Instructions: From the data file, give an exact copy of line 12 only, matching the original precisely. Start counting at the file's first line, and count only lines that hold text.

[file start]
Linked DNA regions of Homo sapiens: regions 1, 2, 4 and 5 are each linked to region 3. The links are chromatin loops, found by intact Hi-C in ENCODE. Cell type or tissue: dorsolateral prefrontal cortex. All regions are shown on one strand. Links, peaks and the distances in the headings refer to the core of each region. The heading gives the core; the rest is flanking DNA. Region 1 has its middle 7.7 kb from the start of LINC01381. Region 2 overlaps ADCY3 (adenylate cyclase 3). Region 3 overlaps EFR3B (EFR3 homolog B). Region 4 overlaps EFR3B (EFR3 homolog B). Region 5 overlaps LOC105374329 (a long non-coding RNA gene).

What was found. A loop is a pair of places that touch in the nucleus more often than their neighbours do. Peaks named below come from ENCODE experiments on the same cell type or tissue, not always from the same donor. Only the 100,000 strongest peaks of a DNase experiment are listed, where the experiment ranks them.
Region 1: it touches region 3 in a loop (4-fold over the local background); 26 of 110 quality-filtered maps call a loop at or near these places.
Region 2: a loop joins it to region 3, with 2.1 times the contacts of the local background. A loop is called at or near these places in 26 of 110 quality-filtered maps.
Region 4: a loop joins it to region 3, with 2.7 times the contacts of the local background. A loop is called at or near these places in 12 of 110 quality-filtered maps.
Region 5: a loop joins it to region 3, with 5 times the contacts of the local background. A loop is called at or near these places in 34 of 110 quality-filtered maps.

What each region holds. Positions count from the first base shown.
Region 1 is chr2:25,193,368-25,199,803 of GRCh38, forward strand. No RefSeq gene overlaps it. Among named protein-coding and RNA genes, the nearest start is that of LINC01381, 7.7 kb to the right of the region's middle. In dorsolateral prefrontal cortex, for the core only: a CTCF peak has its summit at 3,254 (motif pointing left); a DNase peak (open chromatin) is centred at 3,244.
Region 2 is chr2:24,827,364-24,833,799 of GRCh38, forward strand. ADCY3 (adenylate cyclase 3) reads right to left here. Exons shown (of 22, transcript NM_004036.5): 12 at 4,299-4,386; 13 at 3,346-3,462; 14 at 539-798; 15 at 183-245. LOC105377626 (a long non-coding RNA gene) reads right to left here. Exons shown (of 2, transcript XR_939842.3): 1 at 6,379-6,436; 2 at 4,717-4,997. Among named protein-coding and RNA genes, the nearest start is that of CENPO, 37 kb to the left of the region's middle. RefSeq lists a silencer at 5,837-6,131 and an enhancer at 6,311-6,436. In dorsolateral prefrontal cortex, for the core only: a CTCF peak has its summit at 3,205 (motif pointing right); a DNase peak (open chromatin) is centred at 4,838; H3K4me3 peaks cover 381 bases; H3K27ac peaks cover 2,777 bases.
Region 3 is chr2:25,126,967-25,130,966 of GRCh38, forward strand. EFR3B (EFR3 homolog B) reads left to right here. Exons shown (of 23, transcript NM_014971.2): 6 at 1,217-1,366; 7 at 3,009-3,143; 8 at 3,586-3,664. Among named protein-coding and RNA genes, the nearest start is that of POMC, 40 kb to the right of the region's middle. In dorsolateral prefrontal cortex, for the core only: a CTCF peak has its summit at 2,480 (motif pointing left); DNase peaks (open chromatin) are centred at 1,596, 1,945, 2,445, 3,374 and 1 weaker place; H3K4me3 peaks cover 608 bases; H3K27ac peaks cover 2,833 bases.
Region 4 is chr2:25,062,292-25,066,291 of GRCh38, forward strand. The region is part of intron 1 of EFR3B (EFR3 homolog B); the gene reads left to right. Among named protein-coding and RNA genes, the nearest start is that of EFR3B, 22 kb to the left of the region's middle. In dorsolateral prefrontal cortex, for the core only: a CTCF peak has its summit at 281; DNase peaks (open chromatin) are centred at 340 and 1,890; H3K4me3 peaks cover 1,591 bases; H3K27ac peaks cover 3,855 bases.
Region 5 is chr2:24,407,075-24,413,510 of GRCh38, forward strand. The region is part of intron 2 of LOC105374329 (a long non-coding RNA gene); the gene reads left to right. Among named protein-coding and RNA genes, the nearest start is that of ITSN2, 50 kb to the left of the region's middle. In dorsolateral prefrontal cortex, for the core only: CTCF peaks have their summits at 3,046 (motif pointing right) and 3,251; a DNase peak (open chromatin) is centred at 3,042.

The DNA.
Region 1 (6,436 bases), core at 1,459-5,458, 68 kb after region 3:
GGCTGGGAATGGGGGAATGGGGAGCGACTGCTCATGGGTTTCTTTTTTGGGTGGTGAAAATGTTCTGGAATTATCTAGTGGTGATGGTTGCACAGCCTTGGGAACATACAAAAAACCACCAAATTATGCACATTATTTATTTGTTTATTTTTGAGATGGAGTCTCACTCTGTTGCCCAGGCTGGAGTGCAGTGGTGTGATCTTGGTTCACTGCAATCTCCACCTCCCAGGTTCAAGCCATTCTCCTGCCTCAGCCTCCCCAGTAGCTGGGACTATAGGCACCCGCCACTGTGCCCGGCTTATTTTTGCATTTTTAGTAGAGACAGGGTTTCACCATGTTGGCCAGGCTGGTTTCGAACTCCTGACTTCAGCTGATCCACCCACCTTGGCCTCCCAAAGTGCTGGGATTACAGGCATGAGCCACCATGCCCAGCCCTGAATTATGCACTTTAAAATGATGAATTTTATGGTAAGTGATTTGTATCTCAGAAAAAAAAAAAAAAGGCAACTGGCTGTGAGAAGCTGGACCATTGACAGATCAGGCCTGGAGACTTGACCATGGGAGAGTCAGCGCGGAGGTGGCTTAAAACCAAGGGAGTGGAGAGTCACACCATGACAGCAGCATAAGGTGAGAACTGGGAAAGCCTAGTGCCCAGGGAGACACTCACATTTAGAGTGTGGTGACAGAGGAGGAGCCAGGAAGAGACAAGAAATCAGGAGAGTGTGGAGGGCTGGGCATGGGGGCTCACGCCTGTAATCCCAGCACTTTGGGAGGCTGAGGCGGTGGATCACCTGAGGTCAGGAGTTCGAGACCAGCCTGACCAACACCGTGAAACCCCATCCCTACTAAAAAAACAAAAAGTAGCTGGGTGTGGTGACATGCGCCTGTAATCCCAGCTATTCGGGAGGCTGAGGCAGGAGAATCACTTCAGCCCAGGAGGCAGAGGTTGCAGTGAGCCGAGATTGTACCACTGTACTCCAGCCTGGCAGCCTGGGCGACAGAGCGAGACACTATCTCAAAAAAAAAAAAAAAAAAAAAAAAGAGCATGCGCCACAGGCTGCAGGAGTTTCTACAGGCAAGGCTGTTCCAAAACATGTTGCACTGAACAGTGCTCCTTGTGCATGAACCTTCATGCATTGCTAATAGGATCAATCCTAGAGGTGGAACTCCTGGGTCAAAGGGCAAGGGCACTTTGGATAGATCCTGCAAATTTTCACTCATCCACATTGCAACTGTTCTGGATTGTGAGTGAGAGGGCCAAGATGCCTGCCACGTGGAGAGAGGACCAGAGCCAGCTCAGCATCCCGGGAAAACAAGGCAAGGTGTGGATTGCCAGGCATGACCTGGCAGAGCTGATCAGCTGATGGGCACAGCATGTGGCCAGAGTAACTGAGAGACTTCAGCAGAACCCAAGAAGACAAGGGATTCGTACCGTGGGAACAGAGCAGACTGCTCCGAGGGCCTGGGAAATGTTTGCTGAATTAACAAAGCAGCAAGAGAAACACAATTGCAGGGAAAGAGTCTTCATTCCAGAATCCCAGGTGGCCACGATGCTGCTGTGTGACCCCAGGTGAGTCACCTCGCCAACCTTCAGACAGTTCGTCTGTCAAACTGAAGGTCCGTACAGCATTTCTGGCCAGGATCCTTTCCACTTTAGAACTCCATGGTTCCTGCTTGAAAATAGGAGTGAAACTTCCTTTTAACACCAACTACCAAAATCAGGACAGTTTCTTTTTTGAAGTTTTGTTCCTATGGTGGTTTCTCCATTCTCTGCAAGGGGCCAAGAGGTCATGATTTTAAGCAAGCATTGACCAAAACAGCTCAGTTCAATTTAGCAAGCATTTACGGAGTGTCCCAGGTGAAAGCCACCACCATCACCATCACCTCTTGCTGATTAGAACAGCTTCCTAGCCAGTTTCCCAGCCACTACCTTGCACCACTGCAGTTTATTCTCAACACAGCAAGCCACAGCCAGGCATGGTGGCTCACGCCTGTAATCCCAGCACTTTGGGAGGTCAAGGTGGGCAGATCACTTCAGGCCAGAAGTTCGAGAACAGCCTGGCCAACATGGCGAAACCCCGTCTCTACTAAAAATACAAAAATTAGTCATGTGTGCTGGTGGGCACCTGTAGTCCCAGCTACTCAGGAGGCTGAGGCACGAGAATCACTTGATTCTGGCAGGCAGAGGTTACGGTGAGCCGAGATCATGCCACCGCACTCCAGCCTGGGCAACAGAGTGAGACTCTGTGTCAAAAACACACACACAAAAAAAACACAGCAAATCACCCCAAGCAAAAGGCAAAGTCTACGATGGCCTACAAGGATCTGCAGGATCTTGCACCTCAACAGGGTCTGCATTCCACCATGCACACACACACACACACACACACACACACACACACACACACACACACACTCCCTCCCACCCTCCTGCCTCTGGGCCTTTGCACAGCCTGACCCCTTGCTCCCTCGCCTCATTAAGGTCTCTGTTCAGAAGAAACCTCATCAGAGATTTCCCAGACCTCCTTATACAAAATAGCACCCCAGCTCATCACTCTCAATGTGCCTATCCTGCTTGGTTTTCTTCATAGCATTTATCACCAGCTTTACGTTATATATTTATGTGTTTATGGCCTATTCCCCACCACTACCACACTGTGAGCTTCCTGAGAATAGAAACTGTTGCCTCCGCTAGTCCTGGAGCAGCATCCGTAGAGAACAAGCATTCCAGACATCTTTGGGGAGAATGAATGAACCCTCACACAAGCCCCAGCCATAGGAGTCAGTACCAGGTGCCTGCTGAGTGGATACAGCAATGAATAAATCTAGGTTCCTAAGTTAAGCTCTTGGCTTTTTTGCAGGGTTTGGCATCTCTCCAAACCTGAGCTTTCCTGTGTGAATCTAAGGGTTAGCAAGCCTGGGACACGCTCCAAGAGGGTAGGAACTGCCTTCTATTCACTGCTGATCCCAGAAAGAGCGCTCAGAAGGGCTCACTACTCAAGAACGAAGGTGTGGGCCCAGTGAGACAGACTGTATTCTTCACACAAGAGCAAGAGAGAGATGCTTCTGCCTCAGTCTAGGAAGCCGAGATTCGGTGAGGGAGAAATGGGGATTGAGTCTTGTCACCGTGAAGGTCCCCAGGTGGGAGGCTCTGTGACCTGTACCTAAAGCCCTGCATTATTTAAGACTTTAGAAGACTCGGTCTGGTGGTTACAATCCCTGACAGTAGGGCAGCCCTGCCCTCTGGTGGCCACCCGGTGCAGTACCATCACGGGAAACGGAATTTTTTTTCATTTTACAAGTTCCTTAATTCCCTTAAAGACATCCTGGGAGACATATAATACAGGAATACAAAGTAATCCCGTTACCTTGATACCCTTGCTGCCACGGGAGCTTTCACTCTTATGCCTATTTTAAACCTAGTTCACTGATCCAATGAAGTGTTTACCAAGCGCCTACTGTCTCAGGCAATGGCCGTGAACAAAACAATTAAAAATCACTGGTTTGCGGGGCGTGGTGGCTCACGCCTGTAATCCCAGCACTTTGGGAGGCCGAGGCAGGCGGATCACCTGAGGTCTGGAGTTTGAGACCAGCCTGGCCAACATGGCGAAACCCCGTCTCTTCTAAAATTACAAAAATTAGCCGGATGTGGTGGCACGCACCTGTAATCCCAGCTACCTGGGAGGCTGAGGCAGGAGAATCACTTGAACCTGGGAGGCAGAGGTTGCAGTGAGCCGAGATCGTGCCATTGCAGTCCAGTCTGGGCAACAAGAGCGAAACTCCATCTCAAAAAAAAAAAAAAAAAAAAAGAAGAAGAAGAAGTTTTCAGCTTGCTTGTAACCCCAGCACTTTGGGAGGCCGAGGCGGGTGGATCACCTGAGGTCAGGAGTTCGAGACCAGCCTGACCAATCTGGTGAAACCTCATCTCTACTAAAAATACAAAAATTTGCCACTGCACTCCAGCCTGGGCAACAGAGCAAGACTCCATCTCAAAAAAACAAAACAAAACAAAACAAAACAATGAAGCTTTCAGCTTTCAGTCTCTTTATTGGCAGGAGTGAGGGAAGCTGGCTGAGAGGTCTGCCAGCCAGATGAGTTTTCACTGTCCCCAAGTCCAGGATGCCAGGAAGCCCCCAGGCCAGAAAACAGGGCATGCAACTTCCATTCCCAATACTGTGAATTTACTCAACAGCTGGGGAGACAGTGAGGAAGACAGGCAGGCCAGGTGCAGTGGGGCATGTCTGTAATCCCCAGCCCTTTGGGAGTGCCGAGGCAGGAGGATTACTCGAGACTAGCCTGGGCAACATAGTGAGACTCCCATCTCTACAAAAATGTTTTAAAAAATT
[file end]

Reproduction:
Region 5 is chr2:24,407,075-24,413,510 of GRCh38, forward strand. The region is part of intron 2 of LOC105374329 (a long non-coding RNA gene); the gene reads left to right. Among named protein-coding and RNA genes, the nearest start is that of ITSN2, 50 kb to the left of the region's middle. In dorsolateral prefrontal cortex, for the core only: CTCF peaks have their summits at 3,046 (motif pointing right) and 3,251; a DNase peak (open chromatin) is centred at 3,042.